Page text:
Chicken Chili

Chicken Noodle Soup

Chicken Tortilla Soup for the Slow Cooker

Creamy Wild Rice Soup with Smoked Turkey

Fabulous French Onion Soup

Loaded Baked Potato Soup

Minestrone Soup

Taco Soup, Revamped

Vegetable Chowder

Karen's Veggie Soup

Soup Tips

Freezing Soups
When looking at recipes for soup, or cooking large batches to freeze, keep in mind freezing soups can cause some ingredients to change.  With a little planning, you’ll be able to modify your favorite soups for the freezer.

Vegetables soften when frozen and reheated so I recommend under-cooking them slightly for best results.

Pasta softens in the freezer and again when reheated. I recommend adding fresh-cooked pasta when it’s time to serve the soup. Pasta cooks fast and without much attention from the cook so it’s still an easy meal and you save space in the freezer.

Potatoes that are chopped or diced change texture and become more grainy. Potatoes that are pureed, however, do not have much texture change. Follow your own tastes on spuds.

Rice can soften but doesn’t become nearly as soft as pasta. Also, less processed rices like wild rice and brown rice don’t seem to soften as much as white rice, converted rice or instant rice.  You might want to slightly under-cook rice by about 10 minutes if you're worried about it being too soft. Because rice can take 20 minutes to a hour to cook, unlike pasta that cooks in 8-15 minutes I like to have the rice already cooked, frozen and in my soup.

Milk and cream are often avoided when freezing soups. Many people think they separate or curdle. I have never had problems with curdling and if the milk or cream separates it’s easy to mix it back together. Freeze it ahead in your soup or add when reheating, the option is yours.

Eggs can become rubbery. So don’t freeze Egg Drop Soup. Freeze the broth base and add the eggs before serving.

Let Soup Cool

Freezing soups that are still hot means the soup takes longer to freeze, has larger ice crystals that can effect the texture, especially of veggies and pastas or rice and results in lower quality.

Plus there is an even bigger risk. Hot things in the freezer can raise the temperature in the freezer or cause foods near them to start to thaw. Not a good idea. Leaving the soup in the fridge overnight if you have to before freezing is better than putting hot soup in the freezer.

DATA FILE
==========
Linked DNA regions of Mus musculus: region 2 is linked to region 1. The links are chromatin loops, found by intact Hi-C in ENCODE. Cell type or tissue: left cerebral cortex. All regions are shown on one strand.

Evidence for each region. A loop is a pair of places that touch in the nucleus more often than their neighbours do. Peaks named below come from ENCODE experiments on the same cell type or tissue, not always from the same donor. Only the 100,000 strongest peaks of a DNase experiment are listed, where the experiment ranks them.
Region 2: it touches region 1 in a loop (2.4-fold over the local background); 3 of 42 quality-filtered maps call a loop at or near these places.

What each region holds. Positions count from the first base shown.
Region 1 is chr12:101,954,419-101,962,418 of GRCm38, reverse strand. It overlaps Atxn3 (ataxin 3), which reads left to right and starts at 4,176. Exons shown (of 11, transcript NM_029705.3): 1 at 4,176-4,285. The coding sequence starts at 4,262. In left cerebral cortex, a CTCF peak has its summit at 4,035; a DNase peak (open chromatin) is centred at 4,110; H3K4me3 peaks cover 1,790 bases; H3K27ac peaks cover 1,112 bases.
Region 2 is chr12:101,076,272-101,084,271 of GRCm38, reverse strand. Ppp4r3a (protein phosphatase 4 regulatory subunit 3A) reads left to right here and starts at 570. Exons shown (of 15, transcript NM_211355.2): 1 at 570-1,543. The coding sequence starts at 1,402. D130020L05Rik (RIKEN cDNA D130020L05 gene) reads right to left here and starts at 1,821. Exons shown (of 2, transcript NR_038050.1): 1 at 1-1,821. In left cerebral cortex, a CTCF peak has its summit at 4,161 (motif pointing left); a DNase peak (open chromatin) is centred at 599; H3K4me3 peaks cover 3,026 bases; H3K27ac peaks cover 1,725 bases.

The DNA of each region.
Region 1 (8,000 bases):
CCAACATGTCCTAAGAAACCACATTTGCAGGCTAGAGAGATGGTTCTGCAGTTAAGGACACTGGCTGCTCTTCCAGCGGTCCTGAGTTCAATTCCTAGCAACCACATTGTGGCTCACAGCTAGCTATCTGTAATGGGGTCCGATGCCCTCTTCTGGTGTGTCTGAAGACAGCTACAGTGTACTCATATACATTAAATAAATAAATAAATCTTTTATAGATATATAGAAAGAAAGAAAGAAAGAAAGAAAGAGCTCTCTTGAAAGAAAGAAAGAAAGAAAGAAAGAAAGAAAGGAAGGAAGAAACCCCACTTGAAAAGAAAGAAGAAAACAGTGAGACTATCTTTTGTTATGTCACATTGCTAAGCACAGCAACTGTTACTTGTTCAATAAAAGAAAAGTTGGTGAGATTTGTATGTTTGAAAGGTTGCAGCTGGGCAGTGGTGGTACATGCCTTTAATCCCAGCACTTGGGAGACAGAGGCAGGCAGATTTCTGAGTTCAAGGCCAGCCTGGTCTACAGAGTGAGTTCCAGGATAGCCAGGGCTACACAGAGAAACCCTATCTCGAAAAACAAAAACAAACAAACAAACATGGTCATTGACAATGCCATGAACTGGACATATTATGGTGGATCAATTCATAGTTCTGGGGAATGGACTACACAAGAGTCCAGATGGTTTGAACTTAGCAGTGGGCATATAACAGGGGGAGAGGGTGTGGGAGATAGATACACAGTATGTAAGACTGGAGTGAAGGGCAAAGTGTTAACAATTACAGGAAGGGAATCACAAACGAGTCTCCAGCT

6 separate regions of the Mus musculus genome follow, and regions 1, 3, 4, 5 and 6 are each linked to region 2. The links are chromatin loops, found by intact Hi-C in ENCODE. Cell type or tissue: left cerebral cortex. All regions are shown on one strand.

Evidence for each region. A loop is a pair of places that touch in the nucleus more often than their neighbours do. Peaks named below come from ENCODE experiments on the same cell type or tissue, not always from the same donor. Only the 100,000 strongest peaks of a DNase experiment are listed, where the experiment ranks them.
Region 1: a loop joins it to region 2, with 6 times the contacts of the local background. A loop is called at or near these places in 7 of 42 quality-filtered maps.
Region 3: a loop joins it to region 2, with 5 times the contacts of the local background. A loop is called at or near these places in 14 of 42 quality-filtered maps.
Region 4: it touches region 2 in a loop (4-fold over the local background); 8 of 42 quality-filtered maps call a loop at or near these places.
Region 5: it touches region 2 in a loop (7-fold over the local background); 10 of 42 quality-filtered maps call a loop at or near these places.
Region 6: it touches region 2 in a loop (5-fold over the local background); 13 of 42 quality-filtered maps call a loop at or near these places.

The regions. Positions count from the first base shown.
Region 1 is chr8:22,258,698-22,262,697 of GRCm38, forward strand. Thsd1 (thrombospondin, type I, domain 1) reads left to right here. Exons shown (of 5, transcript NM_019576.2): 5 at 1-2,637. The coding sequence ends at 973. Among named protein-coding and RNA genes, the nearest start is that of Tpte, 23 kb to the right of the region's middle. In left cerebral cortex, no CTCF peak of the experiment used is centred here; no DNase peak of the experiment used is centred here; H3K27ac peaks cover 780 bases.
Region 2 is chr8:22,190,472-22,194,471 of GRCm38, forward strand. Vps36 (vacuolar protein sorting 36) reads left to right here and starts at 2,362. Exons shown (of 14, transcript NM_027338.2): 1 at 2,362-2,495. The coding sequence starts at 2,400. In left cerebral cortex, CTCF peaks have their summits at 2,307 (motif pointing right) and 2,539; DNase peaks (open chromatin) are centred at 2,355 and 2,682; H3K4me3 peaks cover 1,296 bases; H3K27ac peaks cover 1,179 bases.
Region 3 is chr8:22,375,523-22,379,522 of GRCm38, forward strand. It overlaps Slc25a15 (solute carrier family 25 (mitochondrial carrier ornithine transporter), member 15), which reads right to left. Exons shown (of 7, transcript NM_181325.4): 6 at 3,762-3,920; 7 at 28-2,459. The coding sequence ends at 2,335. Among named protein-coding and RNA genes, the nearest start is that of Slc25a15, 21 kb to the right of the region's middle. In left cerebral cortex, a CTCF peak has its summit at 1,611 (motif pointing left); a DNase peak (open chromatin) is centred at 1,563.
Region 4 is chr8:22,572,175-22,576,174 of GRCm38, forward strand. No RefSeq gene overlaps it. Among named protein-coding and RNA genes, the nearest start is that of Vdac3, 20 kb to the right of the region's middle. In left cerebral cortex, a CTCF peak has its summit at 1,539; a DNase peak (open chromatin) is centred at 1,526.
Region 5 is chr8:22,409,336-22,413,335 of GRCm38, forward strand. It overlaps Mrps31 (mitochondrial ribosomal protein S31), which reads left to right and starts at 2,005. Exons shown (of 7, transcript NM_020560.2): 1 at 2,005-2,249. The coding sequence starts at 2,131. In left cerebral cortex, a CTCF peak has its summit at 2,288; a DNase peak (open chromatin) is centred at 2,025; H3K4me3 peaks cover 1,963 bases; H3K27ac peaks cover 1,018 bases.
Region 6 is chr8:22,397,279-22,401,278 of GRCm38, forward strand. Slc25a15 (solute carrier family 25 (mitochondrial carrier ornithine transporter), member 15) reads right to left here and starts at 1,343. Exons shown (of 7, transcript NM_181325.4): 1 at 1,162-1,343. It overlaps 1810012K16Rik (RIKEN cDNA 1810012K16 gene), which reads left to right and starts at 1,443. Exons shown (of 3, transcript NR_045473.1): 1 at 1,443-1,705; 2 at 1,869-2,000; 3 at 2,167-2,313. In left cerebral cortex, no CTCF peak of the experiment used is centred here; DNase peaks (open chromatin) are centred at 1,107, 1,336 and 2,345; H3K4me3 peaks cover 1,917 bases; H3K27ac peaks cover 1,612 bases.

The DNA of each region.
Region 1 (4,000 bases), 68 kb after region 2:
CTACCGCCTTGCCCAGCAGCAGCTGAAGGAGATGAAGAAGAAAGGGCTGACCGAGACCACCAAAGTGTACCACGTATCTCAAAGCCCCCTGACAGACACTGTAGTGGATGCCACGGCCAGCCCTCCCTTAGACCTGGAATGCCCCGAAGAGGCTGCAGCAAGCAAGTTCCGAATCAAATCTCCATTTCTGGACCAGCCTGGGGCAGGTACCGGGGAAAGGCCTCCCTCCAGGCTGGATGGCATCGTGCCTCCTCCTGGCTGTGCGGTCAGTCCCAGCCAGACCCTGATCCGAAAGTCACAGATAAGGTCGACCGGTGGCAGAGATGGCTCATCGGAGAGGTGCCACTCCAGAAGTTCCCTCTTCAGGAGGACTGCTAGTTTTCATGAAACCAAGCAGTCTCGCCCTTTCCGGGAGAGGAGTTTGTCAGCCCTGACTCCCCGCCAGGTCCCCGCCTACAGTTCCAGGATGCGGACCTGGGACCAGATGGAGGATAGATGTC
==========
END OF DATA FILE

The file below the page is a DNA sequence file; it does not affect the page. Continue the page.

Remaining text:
Put Soup in Freezer Containers in Usable Sizes

What good is freezing your extra soup if half of it still goes to waste. Freeze in sizes that your family can use and when in doubt use a smaller size. It’s better to grab an extra package of frozen soup than to throw out leftovers no one wants.

1 cup is a snack size for one person, 2 cups a meal. 2 cups plus half a sandwich each is a nice light lunch or dinner for two people. I don’t recommend bothering with smaller sizes than 1 cup. For family size containers freeze up to 2 cups per person in one container for dinner.

Rigid containers or plastic bags work best for freezing soup. Leave room for the liquids to expand when frozen. Half inch of space in rigid containers. A small amount of room in plastic bags. Freezing soup in plastic bags is best done flat, on a cookie sheet so the bags don’t freeze in odd shapes. Flat they take up less room and are easy to stack.

Store 2-3 Months

Store up to 2-3 months according to the USDA. However, per usual, this timeline is a guideline for quality because soup does not spoil in the freezer. I freeze soup for up to six months without any problems.

Thawing and Reheating Frozen Soup

Ideally pull your frozen soup from the freezer about 24 hours before you want to use it. Let the soup thaw in the fridge and then reheat in the microwave or on the stove. Run frozen soup in plastic freezer bags under hot water instead of microwaving plastic bags.

Soup can also be cooked from frozen in the microwave, stopping often to stir, or on the stovetop. I prefer to cook my soup from frozen on the stove.

Soups frozen flat in plastic bags can be broken into smaller pieces by hand if they are not too thick. Put the soup, whole or in pieces, into a pan and add enough water to cover the bottom. The water prevents burning.

For 2 cups of soup cooked from frozen on the stove top, with the lid on, over medium high heat, it takes around 10 minutes for dinner to be ready.

Use a low heat for soups with dairy in them, also try not to boil soups with milk, cream, eggs or cheese or they are more likely to separate.